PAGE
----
Rider 42 Professional Development Academies
In 2009, the 81st Texas Legislature passed Rider 42 of Article III of the General Appropriations Act in an effort to increase reading, mathematics, and college readiness for students throughout the state of Texas. Under this appropriation, funding was set aside to support the implementation of scientifically validated and research?based instructional strategies on school campuses with students struggling to meet the Grades 3, 5, and 8 Texas Assessment of Knowledge and Skills reading and/or mathematics standards. To support this effort, the Texas Education Agency (TEA) created and implemented 12 professional development academies to provide teachers with in?depth training in mathematics, English language arts, and science. Additionally, these academies provide training in the appropriate use of data to drive instructional planning, the appropriate use of technology, and research?based strategies to improve the academic language skills of English language learners.
To provide formative feedback and a summative assessment of the professional development provided through these academies, AIR, along with its partners Gibson Consulting and ICF International, completed a large-scale evaluation of statewide professional development academies in Texas with the assistance of the University of Texas at Dallas, the developer of the professional development academies. The research answered the following questions:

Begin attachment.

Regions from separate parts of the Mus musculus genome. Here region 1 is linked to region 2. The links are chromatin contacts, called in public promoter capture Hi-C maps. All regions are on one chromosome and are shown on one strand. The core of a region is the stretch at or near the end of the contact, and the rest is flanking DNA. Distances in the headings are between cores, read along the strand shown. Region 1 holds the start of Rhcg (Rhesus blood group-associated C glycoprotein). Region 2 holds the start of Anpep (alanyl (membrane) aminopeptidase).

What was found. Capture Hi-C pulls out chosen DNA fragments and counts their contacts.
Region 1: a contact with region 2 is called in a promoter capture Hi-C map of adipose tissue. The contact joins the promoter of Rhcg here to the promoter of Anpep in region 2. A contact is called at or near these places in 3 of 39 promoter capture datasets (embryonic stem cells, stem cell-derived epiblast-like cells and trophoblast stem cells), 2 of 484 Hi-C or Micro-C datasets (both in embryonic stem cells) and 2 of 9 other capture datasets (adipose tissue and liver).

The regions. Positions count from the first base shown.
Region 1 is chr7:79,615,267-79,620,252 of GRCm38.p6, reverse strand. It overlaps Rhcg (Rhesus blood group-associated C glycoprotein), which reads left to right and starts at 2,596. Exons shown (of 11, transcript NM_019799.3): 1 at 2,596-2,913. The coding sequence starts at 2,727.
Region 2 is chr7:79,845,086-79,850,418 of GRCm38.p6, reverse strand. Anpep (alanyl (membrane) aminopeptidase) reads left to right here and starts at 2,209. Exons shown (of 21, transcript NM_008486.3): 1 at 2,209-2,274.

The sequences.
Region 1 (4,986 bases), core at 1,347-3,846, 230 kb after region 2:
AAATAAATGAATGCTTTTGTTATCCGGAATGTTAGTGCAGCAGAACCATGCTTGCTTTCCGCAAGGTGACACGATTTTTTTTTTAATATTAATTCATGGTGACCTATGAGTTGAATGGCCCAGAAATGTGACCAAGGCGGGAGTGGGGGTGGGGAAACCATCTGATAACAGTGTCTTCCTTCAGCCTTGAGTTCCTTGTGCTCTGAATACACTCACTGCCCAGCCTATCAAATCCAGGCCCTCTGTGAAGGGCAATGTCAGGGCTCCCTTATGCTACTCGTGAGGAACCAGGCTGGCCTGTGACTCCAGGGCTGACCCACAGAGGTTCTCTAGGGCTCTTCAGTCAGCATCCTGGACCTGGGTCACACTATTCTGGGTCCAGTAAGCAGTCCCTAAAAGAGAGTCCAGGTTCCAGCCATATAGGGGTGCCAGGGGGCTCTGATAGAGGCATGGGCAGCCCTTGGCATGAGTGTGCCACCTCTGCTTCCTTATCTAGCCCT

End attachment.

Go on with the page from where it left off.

- To what degree did each professional development program have an impact on teacher instructional practices, knowledge, and collaborative behaviors?
- What were the most effective methods for supporting the professional development throughout the school year?
- How could the quality and effectiveness of each professional development program be improved?
To provide TEA with critical information about the implementation of the professional development academies provided to teachers through the regional education service centers, AIR and its partners observed professional development sessions and classrooms; conducted focus groups with the developers of the professional development academies; and surveyed teachers, administrators, and professional development trainers. Additionally, observations, interviews, and completed teacher logs provided information about the degree to which the content-area-specific (i.e., mathematics, science, English language arts) professional development academies had an impact on teacher instructional practices, knowledge, and collaborative behaviors. The study provided TEA with feedback to help improve the quality and effectiveness of each professional development program.